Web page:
The second—Caleb Newman is all muscles thanks to the years he spent at sea, not counting he’s handsome, and he’s been in love with Alice for thirteen years.

Did I mention that Alice has loved Caleb for thirteen years as well? It sounds like a no-brainer. Yet, because of an overheard remark, and the fact that Caleb’s ship was wrecked and he was presumed dead—the two haven’t spoken for a good part of that time.

She was a beautiful little girl of ten the last time Caleb saw Alice, and he was counting the days when she would be old enough to court. He signed aboard a ship to keep his mind off of her and allow her to mature. Unfortunately the ship sank in a storm, he developed amnesia, and signed on as a pirate. Crazier things have happened—in real life, not the novel.

Caleb is a good man, but he now has secrets in his past that he doesn’t want everyone to know. Alice wants to give her heart to Caleb, but she’s afraid—he broke her heart when she was little and she worries that if she loves him, he’ll do it again.

Afraid she will never have Caleb’s full love, and afraid she can’t give her whole heart to someone, she settles for Clarence. He seems like a good choice and no one tells her any different until after they’re engaged. However, things aren’t always as they seem, and neither is Clarence. He’s got some pretty dark secrets of his own.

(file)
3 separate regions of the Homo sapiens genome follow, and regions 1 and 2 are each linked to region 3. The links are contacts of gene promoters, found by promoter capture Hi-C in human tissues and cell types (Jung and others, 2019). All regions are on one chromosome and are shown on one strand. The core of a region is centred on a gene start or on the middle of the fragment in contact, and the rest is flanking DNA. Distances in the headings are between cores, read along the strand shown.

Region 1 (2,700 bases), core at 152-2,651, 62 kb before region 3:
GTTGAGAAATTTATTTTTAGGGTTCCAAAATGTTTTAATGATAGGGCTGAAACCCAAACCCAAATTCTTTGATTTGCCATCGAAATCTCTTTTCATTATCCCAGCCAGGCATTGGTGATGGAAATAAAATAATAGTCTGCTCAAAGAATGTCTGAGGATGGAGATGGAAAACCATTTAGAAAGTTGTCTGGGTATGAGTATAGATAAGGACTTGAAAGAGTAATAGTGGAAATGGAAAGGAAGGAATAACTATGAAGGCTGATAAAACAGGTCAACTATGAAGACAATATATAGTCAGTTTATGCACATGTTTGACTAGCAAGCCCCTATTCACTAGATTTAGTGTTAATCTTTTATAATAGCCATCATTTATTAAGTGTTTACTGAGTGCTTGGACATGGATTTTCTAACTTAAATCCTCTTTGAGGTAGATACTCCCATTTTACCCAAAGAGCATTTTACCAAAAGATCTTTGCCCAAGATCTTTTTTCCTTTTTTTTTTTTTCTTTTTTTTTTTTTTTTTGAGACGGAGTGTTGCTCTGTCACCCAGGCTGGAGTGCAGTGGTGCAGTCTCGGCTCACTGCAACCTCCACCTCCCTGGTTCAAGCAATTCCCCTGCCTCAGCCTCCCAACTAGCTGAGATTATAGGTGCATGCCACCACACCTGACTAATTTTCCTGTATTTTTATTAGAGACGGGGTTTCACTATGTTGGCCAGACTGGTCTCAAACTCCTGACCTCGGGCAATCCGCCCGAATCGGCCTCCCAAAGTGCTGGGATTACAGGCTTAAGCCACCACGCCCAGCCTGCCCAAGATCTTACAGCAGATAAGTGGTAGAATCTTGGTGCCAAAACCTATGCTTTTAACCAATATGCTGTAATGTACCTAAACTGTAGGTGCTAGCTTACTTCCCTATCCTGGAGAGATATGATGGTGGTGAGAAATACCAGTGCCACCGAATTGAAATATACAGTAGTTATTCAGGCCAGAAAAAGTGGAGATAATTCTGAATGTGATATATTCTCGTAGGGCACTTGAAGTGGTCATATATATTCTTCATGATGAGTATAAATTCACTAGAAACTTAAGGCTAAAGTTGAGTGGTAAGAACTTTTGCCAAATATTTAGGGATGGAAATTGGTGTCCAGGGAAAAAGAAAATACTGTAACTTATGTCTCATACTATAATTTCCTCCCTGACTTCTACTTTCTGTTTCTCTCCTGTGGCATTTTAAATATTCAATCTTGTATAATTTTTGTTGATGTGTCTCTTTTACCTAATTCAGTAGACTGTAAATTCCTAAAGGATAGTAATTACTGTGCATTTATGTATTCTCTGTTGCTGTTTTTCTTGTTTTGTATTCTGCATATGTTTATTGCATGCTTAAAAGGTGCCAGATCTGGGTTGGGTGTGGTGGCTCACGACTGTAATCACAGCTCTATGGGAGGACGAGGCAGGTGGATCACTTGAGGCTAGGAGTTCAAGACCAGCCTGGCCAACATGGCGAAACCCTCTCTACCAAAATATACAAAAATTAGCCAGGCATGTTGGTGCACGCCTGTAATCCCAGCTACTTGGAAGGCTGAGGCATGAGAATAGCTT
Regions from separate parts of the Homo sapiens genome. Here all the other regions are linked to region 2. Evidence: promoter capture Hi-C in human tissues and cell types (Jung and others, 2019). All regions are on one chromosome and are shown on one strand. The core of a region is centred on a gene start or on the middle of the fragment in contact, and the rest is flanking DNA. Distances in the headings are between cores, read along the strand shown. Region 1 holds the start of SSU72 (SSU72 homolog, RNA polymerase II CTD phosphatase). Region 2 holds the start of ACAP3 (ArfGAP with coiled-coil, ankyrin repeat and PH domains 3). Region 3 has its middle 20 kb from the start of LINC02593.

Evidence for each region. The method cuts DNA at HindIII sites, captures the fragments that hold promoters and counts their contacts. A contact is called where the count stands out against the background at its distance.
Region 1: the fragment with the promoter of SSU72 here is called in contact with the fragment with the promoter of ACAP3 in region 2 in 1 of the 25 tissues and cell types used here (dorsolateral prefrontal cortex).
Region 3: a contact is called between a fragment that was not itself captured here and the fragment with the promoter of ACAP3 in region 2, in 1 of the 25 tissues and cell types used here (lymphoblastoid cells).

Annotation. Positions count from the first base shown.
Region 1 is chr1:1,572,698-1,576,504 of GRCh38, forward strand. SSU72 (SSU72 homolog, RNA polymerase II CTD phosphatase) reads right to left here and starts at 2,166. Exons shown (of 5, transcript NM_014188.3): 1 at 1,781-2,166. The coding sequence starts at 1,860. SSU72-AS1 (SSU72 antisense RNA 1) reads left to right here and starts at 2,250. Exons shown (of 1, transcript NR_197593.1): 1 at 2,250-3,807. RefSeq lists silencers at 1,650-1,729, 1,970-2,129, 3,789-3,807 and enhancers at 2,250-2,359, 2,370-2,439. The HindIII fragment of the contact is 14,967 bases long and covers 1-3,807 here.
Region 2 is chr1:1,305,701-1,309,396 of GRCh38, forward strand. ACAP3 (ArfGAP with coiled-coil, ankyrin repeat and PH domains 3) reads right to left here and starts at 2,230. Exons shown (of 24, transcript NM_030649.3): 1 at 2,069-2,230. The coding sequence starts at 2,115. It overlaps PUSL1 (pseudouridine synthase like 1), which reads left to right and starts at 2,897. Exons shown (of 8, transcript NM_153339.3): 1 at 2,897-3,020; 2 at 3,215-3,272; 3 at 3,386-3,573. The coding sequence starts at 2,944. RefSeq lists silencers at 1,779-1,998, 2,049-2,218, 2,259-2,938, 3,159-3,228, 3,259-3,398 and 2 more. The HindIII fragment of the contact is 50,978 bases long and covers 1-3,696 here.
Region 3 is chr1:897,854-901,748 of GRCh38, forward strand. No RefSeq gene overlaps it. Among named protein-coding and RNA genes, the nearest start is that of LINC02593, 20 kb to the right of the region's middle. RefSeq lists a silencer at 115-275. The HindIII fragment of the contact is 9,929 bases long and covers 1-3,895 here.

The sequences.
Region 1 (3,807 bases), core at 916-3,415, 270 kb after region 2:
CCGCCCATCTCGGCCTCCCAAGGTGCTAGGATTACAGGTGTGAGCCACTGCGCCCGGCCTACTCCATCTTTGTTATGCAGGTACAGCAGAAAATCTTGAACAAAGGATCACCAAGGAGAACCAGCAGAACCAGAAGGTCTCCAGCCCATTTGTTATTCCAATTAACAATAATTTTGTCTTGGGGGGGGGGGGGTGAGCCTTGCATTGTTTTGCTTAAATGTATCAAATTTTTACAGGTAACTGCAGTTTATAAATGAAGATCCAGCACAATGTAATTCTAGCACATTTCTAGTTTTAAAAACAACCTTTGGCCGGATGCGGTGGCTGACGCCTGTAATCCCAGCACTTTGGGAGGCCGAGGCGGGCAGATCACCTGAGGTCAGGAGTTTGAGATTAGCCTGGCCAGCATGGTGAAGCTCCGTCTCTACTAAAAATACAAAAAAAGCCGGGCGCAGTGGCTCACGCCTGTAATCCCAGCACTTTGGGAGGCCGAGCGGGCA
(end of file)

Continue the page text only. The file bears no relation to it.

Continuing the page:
I wish that Rachel would have added another hundred pages to the book—so that I wouldn’t have finished it so quickly.

Tuesday, September 15, 2009

Kindergarten Teacher's Aid

Well, only a few months after the weekly paper that I was managing editor of bit the dust, I am happily working as an aid for a kindergarten class. It’s actually a job that I’ve wanted—rather I should say it’s a job that I thought I’d be good at and have considered for the past ten years. I didn’t apply until recently, and voila! I got the job.

It’s been a long time since I’ve had a five-year-old and having 13 at once is a handful. They’re full of energy and just starting to learn about their place in the world. As an artist, it’s interesting that about half the class (boys) don’t like to color. It’s like the hardest thing they’ve ever done.

Some are too busy looking at their neighbor’s page to color their own and would prefer I do it for them—ah, but I won’t. Others are artists in the rough and painstakingly color each project to perfection and are quite impressive for kindergarteners.

The teacher let them use colored pencils today and a few of the kids used a lot of pencil by pushing hard and scribbling over and over. At that rate they’ll only be able to use each pencil on two or three pictures before they’re turned to nubs. I was kept busy at the pencil sharpener.

It’s a lot of fun, and with one kind word, one moment of offered help, they repay in smiles and hugs. If only the rest of the world were so easily charmed. I hope that I’ll be allowed to continue as the kindergarten teacher’s aid for years to come. Now, if only I can get all of my other ‘hats’ in line and accomplished because I still have several novels that I expect to get published hopefully sometime soon, and I’m also working on an art show for later this month. Busy, busy, busy—just like a classroom of kindergarteners only without half the energy.

Wednesday, September 9, 2009

Wuthering Heights by Emily Bronte